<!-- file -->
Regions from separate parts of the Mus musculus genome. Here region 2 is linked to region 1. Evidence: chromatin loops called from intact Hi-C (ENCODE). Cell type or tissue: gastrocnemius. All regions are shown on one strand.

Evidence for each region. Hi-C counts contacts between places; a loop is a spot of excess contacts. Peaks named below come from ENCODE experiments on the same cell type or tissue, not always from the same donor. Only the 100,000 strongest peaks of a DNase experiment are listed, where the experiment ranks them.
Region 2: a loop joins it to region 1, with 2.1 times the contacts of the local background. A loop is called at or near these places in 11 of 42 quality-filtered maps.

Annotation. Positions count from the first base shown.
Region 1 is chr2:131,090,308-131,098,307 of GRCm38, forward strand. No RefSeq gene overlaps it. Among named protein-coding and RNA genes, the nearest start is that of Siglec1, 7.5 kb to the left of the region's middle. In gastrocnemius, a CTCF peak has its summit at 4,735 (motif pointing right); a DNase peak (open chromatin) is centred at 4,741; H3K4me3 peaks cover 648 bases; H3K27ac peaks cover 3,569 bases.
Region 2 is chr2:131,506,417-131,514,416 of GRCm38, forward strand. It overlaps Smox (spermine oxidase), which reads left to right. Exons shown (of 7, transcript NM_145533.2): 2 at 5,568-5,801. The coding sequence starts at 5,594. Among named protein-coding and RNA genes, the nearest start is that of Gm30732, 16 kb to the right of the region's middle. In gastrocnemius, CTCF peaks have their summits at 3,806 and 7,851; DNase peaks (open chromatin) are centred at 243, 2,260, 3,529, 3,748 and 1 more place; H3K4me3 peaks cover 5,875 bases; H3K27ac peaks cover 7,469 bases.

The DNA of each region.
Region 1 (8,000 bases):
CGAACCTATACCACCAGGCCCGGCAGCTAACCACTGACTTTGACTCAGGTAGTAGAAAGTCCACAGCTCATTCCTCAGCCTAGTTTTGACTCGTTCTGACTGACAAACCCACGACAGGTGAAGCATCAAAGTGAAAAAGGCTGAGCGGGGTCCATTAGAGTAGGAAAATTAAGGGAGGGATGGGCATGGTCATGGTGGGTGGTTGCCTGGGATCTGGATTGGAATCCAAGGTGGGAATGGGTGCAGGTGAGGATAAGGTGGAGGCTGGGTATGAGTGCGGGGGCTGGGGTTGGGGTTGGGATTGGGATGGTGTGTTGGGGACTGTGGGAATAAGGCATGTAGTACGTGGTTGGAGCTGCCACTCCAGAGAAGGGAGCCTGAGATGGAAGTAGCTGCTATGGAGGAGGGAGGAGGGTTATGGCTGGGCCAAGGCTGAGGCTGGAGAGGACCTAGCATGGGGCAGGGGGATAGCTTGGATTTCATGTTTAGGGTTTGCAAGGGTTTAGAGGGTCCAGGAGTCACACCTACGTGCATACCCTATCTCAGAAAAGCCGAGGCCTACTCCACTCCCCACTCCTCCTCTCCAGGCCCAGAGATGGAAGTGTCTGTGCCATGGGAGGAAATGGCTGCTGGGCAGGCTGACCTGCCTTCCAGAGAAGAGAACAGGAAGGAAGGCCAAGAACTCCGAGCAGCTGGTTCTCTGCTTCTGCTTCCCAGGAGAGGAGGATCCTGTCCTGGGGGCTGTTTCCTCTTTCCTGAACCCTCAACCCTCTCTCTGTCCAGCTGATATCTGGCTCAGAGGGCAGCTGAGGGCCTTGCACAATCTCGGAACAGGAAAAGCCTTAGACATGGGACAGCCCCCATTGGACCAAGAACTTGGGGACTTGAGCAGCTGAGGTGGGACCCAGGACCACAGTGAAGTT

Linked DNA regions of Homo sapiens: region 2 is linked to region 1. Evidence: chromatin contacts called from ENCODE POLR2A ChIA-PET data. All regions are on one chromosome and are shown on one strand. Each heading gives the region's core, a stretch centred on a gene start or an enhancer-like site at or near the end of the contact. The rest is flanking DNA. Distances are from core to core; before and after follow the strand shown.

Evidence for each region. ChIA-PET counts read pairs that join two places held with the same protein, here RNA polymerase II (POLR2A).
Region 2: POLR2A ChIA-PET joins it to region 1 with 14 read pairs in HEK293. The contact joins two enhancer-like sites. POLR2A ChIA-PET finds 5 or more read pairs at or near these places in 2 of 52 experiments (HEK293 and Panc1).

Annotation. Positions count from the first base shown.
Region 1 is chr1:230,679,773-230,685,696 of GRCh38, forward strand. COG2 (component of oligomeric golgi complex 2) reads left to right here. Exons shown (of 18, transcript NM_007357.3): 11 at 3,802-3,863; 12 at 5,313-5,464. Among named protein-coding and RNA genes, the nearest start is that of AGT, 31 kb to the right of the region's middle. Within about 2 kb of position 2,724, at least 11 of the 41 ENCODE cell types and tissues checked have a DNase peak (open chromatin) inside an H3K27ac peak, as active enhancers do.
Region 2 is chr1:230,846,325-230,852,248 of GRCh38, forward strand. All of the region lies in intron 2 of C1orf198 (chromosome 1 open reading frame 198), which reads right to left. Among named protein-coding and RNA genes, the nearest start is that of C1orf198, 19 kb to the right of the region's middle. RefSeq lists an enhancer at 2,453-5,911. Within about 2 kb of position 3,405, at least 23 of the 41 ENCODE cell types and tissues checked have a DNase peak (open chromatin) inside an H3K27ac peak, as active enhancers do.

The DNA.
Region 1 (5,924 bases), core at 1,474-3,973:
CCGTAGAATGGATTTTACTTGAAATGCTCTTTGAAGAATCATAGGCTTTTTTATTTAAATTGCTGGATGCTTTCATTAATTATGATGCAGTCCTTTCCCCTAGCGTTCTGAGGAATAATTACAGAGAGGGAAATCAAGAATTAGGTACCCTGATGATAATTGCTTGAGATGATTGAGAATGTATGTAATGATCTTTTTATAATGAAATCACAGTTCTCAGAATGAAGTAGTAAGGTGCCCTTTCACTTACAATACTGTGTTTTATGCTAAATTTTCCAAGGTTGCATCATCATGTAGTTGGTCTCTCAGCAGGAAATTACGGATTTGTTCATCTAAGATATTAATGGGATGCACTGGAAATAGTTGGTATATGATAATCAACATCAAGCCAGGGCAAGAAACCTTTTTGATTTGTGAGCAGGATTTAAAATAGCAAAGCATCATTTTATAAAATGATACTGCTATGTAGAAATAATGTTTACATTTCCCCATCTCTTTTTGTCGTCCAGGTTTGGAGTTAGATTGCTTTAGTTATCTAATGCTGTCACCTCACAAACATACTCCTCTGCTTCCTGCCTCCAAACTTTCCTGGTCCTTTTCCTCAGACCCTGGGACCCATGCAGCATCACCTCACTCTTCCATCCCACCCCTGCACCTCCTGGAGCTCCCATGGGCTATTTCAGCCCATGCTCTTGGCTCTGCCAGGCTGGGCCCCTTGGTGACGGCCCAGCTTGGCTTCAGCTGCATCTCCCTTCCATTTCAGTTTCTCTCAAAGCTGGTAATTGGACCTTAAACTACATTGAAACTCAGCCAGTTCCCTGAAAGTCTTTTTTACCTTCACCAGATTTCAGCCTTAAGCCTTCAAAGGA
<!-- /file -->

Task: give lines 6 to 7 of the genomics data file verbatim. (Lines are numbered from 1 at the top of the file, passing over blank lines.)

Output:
Region 2 is chr2:131,506,417-131,514,416 of GRCm38, forward strand. It overlaps Smox (spermine oxidase), which reads left to right. Exons shown (of 7, transcript NM_145533.2): 2 at 5,568-5,801. The coding sequence starts at 5,594. Among named protein-coding and RNA genes, the nearest start is that of Gm30732, 16 kb to the right of the region's middle. In gastrocnemius, CTCF peaks have their summits at 3,806 and 7,851; DNase peaks (open chromatin) are centred at 243, 2,260, 3,529, 3,748 and 1 more place; H3K4me3 peaks cover 5,875 bases; H3K27ac peaks cover 7,469 bases.

The DNA of each region.